Radio in the 1920s
Emergence of Radio in the 1920s and its Cultural Significance
Most radio historians asert that radio broadcasting began in 1920 with the historic
broadcast of KDKA. Few people actually heard the voices and music which were
produced because of the dearth of radio receivers at that time. The public, however,
was overcome by a radio craze after the initial broadcast. Radio became a product of
the mass market. Manufacturers were overwhelmed by the demand for receivers, as
customers stood in line to complete order forms for radios after dealers had sold
out. Between 1923 and 1930, 60 percent of American families purchased radios.
Families gathered around their radios for night-time entertainment. As radio
ownership increased, so did the number of radio stations. In 1920, KDKA was not actually the only
operating radio station, but it remains a benchmark in most accounts. And by 1922, 600 radio stations had sprung up around the United
States. Chicago's first radio station, KYW, begun in 1921 by Westinghouse Electric
and Manufacturing Company, was the first specialized radio station, broadcasting
exclusively opera six days a week. The radio station experienced immediate
popularity and continued to be a favorite in Chicago. After the opera season ended,
the station owners saw the need to diversify their programming. They began
broadcasting things like popular music, classical music, sporting events, lectures,
fictional stories, newscasts, weather reports, market updates, and political
commentary. Radio stations like KYW enhanced a sense of community among different
ethnic groups as each group could listen to programming suited to their interests and
needs. However, the advance of radio technology also created a tension between modernity
and the traditions and habits of Americans.
The rapid spread of radio listeners and programs lead to inevitable confusion and disruption. Radio waves were up for grabs, as stations competed with one another for time and listeners. Many programs overlapped. Listeners of one program were frequently interrupted by overlapping programs. In addition, the public, the government, and emerging radio corporations viewed radio as a means of public service, rarely as a vehicle for personal profit. Radio manufacturers alone experienced financial gain from the radio boom. Radio announcers, deejays, and stations worked on a non-profit basis. Advertising was not introduced until later in the 1920s, changing the public service face of radio, to one of private gain.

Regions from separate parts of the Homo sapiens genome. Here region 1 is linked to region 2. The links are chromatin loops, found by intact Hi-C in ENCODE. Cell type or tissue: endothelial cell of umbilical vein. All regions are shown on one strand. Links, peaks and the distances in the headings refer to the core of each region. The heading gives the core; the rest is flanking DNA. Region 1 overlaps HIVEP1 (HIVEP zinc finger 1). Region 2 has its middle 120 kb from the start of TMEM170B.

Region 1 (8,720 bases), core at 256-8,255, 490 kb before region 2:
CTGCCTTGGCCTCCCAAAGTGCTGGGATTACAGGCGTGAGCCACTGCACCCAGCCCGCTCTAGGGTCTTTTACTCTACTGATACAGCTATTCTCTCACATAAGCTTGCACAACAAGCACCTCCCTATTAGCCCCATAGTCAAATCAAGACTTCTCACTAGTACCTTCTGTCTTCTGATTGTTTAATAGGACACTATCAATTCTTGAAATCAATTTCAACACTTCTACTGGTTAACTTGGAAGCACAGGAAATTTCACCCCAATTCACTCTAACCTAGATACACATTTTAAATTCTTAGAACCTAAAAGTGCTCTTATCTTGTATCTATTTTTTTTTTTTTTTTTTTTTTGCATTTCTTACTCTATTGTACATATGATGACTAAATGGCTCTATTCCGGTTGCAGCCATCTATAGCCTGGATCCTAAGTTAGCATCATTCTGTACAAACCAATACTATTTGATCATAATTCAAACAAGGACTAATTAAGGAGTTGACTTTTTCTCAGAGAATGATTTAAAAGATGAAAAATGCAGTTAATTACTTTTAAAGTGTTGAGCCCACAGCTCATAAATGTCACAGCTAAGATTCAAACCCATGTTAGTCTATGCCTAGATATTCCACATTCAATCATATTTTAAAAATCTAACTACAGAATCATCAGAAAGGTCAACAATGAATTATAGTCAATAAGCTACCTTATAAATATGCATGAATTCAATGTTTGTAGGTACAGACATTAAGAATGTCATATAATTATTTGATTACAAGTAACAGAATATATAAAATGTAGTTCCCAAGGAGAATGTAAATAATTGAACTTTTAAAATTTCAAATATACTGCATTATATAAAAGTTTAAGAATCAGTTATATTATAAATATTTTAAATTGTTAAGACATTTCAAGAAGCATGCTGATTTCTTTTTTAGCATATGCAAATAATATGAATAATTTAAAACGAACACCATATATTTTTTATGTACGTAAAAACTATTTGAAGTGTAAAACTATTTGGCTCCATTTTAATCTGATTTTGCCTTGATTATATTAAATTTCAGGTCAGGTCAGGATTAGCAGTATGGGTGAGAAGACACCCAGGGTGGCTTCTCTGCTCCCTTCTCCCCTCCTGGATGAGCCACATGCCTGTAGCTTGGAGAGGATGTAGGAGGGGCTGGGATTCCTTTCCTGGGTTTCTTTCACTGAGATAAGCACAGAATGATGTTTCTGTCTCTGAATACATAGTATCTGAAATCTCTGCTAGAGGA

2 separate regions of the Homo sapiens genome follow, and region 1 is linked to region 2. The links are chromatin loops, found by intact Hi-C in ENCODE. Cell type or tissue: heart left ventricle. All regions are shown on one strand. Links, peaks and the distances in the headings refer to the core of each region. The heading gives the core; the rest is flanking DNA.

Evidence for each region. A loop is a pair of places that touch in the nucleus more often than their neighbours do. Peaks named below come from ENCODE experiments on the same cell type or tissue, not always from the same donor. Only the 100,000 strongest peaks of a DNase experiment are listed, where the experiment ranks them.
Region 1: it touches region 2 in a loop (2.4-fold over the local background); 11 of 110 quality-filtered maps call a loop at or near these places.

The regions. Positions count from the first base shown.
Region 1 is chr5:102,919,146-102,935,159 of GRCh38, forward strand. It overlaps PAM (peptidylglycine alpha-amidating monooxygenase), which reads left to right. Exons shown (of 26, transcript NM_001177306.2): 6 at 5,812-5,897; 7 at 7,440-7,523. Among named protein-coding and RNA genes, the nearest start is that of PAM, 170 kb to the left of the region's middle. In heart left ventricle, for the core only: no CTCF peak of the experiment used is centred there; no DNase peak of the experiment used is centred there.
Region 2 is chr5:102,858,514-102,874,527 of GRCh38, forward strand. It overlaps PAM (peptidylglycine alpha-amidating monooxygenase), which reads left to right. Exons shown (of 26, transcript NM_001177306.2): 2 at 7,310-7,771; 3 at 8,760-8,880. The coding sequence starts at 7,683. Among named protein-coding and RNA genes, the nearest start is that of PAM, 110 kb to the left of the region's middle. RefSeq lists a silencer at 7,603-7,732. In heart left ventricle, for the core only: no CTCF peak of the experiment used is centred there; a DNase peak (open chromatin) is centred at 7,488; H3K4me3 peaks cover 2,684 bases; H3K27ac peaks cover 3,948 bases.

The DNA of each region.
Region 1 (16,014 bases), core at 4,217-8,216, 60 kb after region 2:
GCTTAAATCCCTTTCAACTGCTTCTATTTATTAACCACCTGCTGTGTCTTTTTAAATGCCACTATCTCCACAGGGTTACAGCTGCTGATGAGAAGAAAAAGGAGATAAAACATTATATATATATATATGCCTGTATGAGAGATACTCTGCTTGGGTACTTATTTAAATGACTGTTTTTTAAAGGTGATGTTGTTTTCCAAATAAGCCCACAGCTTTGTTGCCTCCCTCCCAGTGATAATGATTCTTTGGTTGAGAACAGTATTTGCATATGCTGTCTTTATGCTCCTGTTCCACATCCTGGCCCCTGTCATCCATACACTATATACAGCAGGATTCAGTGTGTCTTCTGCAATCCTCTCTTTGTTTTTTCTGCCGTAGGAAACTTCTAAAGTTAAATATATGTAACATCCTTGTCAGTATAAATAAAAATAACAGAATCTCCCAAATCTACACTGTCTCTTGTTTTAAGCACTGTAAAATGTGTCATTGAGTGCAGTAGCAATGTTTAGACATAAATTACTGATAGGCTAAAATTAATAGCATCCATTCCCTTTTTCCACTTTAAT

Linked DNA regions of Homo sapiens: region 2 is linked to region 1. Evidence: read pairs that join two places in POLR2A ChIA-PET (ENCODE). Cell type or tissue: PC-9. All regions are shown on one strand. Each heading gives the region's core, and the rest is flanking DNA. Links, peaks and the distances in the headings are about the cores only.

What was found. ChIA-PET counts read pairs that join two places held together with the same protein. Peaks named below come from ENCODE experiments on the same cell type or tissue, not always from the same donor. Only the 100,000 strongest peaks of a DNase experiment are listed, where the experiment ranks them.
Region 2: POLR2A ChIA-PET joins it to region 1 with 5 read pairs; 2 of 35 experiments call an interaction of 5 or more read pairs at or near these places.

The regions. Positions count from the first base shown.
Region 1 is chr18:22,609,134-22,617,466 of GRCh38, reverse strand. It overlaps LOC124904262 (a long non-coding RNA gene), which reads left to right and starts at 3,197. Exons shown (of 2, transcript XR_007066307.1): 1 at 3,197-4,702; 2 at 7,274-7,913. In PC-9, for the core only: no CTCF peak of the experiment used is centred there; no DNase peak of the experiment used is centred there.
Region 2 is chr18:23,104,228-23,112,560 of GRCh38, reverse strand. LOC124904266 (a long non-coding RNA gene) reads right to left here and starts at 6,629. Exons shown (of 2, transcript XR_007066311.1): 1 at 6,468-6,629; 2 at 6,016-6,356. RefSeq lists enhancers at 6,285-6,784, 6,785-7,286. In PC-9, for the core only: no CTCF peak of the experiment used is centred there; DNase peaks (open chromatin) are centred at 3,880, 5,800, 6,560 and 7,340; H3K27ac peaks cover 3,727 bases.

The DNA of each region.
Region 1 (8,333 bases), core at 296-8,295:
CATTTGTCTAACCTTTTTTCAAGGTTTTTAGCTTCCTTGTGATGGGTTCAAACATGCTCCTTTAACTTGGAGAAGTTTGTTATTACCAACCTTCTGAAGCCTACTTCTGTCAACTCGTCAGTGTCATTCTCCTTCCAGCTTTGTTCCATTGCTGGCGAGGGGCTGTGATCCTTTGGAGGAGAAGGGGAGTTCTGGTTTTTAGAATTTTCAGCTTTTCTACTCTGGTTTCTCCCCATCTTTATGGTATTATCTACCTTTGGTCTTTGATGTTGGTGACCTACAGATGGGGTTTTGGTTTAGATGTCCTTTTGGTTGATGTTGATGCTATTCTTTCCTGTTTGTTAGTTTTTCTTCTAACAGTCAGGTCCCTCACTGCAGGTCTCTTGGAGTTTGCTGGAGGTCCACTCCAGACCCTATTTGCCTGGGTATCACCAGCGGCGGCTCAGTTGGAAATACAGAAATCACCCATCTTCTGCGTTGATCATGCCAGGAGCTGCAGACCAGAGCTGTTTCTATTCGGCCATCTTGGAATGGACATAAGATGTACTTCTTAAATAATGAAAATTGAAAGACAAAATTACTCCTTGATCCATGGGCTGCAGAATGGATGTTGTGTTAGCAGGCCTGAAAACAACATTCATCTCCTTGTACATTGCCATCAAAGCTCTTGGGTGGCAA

The federal government hesitated to regulate the airwaves. Radio stations, listeners, and emerging broadcasting corporations all asked the government for some sort of intervention to end the free-for-all that radio had become. The government responded slowly, gradually passing laws to govern the radio. The Federal Radio Commission was set up in 1926; the Radio Act of 1927 organized the Federal Radio Commission. This Act became the basis for the Communications Act passed after the rise of television. As the government spent more time investigating radio stations, apportioning time to different groups and programs, and monitoring the growth of the radio industry, they became more and more comfortable with the responsibilities of regulation. These federal bodies eventually ceased to doubt their right to regulate.
Radios in the 1920s
radio is crafted in the cathedral style. Other radios were made in the tombstone
style or in the crystal radio style, shown before. Radios were made in either
plastic, wood, or metal.
For further examples of each, click HERE.
Are you interested in buying, selling, collecting, or just browsing for other early radios?Click HERE.
Radio Advertisements of the 1920s; For more ads of radios in the 1920s, click HERE.
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